I spy with my little eye...
With over 150 mystery shops under our belts, we thought it was time to share some of the top-level lessons we’ve learned. To portray our beloved channel in a more positive light, we’re focussing on the good stuff first.
So, here goes:
90% of fundraisers are in the locations at the time they said they would be. This means that only 10% are no shows.
76% of shops are passes. This means that they received a total score of 56% or more.
Victorian fundraisers perform higher than those from other states for ‘personal appearance’ and ‘pitch accuracy’.
SA fundraisers understand the mechanics of the pledge better than the rest and generally have a friendlier ‘stopping/knocking technique’.
Door to door fundraisers score highest in every category of the mystery shop than the other channels.
73% of your fundraisers wear the kit you asked them to in a way you asked them to and are considered to be neat and tidy.
In more generic news:
Australian charities (charities where the communicated need is an Australian one) perform 37% higher than international aid causes.
Education focussed charities score higher in mystery shops than others, with health causes just behind them.
As the focus on training their own staff slips down the priority list, using a supplier’s self-trained and managed teams are no longer a guarantee of quality with many performing worse than the subcontractors.
The age/longevity of the supplier has no correlation to the quality of the performance. This means that a new supplier can be just as good (or bad) as a longstanding one.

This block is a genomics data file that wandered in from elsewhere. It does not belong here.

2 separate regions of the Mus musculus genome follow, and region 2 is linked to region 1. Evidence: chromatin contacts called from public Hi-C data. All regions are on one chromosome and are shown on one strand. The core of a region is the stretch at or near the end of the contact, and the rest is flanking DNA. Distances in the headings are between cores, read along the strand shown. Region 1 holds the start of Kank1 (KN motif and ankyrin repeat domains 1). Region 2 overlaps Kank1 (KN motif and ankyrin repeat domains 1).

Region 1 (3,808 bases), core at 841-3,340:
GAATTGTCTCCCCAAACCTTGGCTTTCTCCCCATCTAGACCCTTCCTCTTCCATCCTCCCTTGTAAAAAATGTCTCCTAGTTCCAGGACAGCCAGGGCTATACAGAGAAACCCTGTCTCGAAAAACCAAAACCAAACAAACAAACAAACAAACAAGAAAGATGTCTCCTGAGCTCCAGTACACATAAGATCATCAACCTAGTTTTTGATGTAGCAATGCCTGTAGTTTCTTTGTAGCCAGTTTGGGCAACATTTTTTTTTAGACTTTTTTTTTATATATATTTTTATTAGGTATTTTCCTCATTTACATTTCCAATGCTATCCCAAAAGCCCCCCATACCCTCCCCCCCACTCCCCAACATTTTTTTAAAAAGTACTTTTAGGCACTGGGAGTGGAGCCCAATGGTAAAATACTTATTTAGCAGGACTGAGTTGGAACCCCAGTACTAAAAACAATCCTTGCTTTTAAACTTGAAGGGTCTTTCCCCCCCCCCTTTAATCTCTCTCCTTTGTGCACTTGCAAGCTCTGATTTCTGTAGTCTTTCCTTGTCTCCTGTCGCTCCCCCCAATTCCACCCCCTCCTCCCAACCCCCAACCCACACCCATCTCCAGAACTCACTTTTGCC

Christmas-time fundraising seems to get higher results for ‘stopping technique’, ‘rapport building’ and ‘team and stall appearance’.
Things we couldn’t prove or haven’t mapped the data for yet:
Older fundraisers sign up older donors. We have shopped only one fundraiser who appeared to be over 40 years old. That’s just one out of nearly 160 shops.
The socio-economic status of the location has an impact on the quality of the pledge. Without attrition data to map the shops against we cannot tell… yet.
There are some easy wins in areas where our sector is letting itself down. The room for improvement areas:
Pitch accuracy. It is low. Just 58% accuracy across all campaigns means that fundraisers are not pitching your charity they are making up a pitch that they think ‘sells’ using information not agreed by you and talking about work your cause does not do. This highlights a lack of clear, targeted and effective training. Too often the training sessions are generic and do not inspire fundraisers to use the USPs of the charity and their amazing work.
Just 40% of fundraisers scored 70% or higher for compliance. This means that 60% of them misled the donors to the nature and longevity of the pledge – including tax deductibility. Fundraising Partners now does training reviews of suppliers during their new fundraiser initial training and ongoing skills training sessions to find out where this negative and often fraudulent messaging is coming from and why a supplier trainer or owner might feel the need to take this route. By tracing it to the root we can banish it from the fundraiser’s mouths.
COVID-19 compliance is now an issue. The longer COVID persists in our communities the slacker fundraisers are becoming with social distancing in shopping centres being the biggest threat. Some charities are reporting an marked increase in complaints about the noncompliant behaviour of fundraisers and we are seeing it nearly every time we shop in private sites. Report it to your suppliers when you see it and remember that these behaviours are damaging your reputation not theirs.
This is just a snapshot of the results from just one of our due diligence services. We’ll be producing a more in depth look at the current state of F2F in Australia with tips for improving retention based on our mystery shopping exclusively for our existing clients.
For more information on how you can improve the quality of the conversations happening in your organisation’s name, contact us at firstname.lastname@example.org.